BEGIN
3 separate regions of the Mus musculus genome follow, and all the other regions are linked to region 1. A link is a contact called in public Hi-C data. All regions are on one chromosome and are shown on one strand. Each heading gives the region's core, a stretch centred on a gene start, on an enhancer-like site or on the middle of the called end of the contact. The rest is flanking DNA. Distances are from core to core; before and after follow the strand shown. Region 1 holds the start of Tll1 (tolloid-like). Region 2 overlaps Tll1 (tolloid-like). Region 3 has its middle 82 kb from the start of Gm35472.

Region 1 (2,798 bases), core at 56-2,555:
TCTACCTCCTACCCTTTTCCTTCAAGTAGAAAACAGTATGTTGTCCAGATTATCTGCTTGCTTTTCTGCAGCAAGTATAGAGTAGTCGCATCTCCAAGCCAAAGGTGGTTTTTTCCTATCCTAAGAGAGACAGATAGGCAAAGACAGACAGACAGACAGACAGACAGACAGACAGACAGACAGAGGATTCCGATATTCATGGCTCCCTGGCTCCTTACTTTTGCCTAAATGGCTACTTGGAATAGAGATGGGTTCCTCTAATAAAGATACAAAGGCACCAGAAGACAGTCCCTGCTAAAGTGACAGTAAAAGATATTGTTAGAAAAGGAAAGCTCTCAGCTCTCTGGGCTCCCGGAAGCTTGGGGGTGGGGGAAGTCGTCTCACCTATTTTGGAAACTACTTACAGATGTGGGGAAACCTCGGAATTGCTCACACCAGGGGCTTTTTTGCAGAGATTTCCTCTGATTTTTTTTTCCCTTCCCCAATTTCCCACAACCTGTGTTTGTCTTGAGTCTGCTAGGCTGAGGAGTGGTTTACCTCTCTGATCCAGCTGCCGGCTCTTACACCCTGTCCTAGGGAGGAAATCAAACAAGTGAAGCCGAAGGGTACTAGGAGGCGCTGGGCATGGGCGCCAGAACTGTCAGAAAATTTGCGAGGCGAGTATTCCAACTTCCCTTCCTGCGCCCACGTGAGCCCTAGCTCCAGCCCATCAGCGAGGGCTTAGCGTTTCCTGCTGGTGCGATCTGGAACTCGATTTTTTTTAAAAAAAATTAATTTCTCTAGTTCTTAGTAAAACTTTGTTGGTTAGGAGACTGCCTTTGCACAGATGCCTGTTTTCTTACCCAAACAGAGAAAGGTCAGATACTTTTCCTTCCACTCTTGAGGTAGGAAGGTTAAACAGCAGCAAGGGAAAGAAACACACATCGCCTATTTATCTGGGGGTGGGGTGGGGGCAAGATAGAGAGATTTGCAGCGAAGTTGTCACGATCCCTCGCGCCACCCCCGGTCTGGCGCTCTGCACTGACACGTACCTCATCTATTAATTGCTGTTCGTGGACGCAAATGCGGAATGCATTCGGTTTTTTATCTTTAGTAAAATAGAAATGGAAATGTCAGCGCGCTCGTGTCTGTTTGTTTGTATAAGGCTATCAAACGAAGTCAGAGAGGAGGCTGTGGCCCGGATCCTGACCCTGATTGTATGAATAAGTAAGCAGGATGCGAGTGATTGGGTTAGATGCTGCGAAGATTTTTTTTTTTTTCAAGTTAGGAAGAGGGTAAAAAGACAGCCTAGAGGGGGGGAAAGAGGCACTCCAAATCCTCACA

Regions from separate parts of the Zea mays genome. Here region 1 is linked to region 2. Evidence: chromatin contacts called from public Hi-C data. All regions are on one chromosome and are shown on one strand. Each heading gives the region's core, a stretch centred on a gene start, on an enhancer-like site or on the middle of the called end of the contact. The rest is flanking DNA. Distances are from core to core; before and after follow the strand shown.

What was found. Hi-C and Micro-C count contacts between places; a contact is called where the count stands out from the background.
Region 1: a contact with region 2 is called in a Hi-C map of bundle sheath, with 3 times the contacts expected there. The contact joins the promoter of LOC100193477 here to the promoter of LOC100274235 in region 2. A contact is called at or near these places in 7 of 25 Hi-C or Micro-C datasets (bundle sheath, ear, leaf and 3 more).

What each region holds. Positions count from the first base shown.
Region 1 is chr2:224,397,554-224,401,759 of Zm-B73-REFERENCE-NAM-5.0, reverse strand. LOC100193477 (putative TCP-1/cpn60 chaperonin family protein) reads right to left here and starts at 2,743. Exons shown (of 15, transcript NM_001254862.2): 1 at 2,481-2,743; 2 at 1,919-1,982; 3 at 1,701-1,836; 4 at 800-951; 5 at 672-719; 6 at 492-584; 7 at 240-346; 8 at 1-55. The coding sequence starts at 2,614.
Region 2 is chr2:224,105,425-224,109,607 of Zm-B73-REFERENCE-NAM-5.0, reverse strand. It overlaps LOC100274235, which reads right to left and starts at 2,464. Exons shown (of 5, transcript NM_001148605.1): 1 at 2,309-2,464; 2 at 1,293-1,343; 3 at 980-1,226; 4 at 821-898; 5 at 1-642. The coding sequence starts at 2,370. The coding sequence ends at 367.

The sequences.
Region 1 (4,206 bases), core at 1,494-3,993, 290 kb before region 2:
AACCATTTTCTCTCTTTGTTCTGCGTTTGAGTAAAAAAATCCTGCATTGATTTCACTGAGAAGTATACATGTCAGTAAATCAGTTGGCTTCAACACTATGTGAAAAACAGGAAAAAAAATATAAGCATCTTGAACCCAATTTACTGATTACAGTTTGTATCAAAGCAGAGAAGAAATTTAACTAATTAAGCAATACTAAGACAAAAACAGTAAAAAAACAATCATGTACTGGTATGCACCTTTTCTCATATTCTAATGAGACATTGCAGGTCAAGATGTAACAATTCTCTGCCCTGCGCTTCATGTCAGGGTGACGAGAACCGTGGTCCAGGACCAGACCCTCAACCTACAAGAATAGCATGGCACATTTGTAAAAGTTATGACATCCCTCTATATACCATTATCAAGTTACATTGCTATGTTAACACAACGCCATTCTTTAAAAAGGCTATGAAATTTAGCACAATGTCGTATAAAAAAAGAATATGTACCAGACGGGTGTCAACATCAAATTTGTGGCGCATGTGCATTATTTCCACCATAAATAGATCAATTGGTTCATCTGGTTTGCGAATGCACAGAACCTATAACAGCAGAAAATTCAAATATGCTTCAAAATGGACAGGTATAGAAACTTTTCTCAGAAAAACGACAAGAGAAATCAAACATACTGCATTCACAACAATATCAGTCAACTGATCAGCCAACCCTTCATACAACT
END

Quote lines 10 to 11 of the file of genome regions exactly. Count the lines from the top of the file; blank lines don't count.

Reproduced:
The sequences.
Region 1 (4,206 bases), core at 1,494-3,993, 290 kb before region 2: